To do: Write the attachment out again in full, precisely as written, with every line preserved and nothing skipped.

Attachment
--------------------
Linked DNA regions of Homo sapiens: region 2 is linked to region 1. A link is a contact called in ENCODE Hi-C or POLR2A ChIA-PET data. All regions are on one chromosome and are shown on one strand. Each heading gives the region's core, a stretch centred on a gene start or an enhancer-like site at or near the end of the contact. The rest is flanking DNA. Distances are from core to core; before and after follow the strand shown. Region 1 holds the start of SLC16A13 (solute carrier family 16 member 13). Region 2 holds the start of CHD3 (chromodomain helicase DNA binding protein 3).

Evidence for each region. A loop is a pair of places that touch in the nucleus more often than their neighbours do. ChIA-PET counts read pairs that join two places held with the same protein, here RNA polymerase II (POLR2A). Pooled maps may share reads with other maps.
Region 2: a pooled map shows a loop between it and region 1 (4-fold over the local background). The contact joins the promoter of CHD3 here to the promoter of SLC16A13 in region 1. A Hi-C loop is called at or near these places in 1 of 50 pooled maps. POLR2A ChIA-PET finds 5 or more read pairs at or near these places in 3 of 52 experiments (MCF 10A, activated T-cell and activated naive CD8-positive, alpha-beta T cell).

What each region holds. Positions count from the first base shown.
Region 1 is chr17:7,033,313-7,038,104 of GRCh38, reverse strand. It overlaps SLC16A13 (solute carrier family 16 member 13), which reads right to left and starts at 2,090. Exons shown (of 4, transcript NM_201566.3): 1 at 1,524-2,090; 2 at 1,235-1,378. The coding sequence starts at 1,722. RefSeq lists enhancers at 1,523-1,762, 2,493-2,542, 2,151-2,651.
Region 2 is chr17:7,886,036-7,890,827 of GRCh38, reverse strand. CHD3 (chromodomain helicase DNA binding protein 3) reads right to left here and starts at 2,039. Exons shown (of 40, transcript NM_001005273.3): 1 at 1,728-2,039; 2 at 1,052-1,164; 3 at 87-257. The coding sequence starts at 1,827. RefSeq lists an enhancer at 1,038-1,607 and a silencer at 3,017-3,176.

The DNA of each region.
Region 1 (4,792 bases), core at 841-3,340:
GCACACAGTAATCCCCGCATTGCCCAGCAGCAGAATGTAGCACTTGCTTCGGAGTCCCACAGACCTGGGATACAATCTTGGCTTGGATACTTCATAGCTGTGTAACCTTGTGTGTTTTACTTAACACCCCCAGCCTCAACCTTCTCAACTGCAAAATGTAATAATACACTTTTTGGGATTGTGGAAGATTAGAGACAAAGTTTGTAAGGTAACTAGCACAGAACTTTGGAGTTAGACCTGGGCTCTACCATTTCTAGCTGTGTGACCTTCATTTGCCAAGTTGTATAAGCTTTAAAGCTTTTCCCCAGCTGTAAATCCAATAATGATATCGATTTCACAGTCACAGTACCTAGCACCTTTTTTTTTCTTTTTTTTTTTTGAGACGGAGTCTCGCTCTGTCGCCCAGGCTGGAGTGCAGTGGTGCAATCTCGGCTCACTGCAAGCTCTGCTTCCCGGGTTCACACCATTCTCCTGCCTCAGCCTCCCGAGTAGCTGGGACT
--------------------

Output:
Linked DNA regions of Homo sapiens: region 2 is linked to region 1. A link is a contact called in ENCODE Hi-C or POLR2A ChIA-PET data. All regions are on one chromosome and are shown on one strand. Each heading gives the region's core, a stretch centred on a gene start or an enhancer-like site at or near the end of the contact. The rest is flanking DNA. Distances are from core to core; before and after follow the strand shown. Region 1 holds the start of SLC16A13 (solute carrier family 16 member 13). Region 2 holds the start of CHD3 (chromodomain helicase DNA binding protein 3).

Evidence for each region. A loop is a pair of places that touch in the nucleus more often than their neighbours do. ChIA-PET counts read pairs that join two places held with the same protein, here RNA polymerase II (POLR2A). Pooled maps may share reads with other maps.
Region 2: a pooled map shows a loop between it and region 1 (4-fold over the local background). The contact joins the promoter of CHD3 here to the promoter of SLC16A13 in region 1. A Hi-C loop is called at or near these places in 1 of 50 pooled maps. POLR2A ChIA-PET finds 5 or more read pairs at or near these places in 3 of 52 experiments (MCF 10A, activated T-cell and activated naive CD8-positive, alpha-beta T cell).

What each region holds. Positions count from the first base shown.
Region 1 is chr17:7,033,313-7,038,104 of GRCh38, reverse strand. It overlaps SLC16A13 (solute carrier family 16 member 13), which reads right to left and starts at 2,090. Exons shown (of 4, transcript NM_201566.3): 1 at 1,524-2,090; 2 at 1,235-1,378. The coding sequence starts at 1,722. RefSeq lists enhancers at 1,523-1,762, 2,493-2,542, 2,151-2,651.
Region 2 is chr17:7,886,036-7,890,827 of GRCh38, reverse strand. CHD3 (chromodomain helicase DNA binding protein 3) reads right to left here and starts at 2,039. Exons shown (of 40, transcript NM_001005273.3): 1 at 1,728-2,039; 2 at 1,052-1,164; 3 at 87-257. The coding sequence starts at 1,827. RefSeq lists an enhancer at 1,038-1,607 and a silencer at 3,017-3,176.

The DNA of each region.
Region 1 (4,792 bases), core at 841-3,340:
GCACACAGTAATCCCCGCATTGCCCAGCAGCAGAATGTAGCACTTGCTTCGGAGTCCCACAGACCTGGGATACAATCTTGGCTTGGATACTTCATAGCTGTGTAACCTTGTGTGTTTTACTTAACACCCCCAGCCTCAACCTTCTCAACTGCAAAATGTAATAATACACTTTTTGGGATTGTGGAAGATTAGAGACAAAGTTTGTAAGGTAACTAGCACAGAACTTTGGAGTTAGACCTGGGCTCTACCATTTCTAGCTGTGTGACCTTCATTTGCCAAGTTGTATAAGCTTTAAAGCTTTTCCCCAGCTGTAAATCCAATAATGATATCGATTTCACAGTCACAGTACCTAGCACCTTTTTTTTTCTTTTTTTTTTTTGAGACGGAGTCTCGCTCTGTCGCCCAGGCTGGAGTGCAGTGGTGCAATCTCGGCTCACTGCAAGCTCTGCTTCCCGGGTTCACACCATTCTCCTGCCTCAGCCTCCCGAGTAGCTGGGACT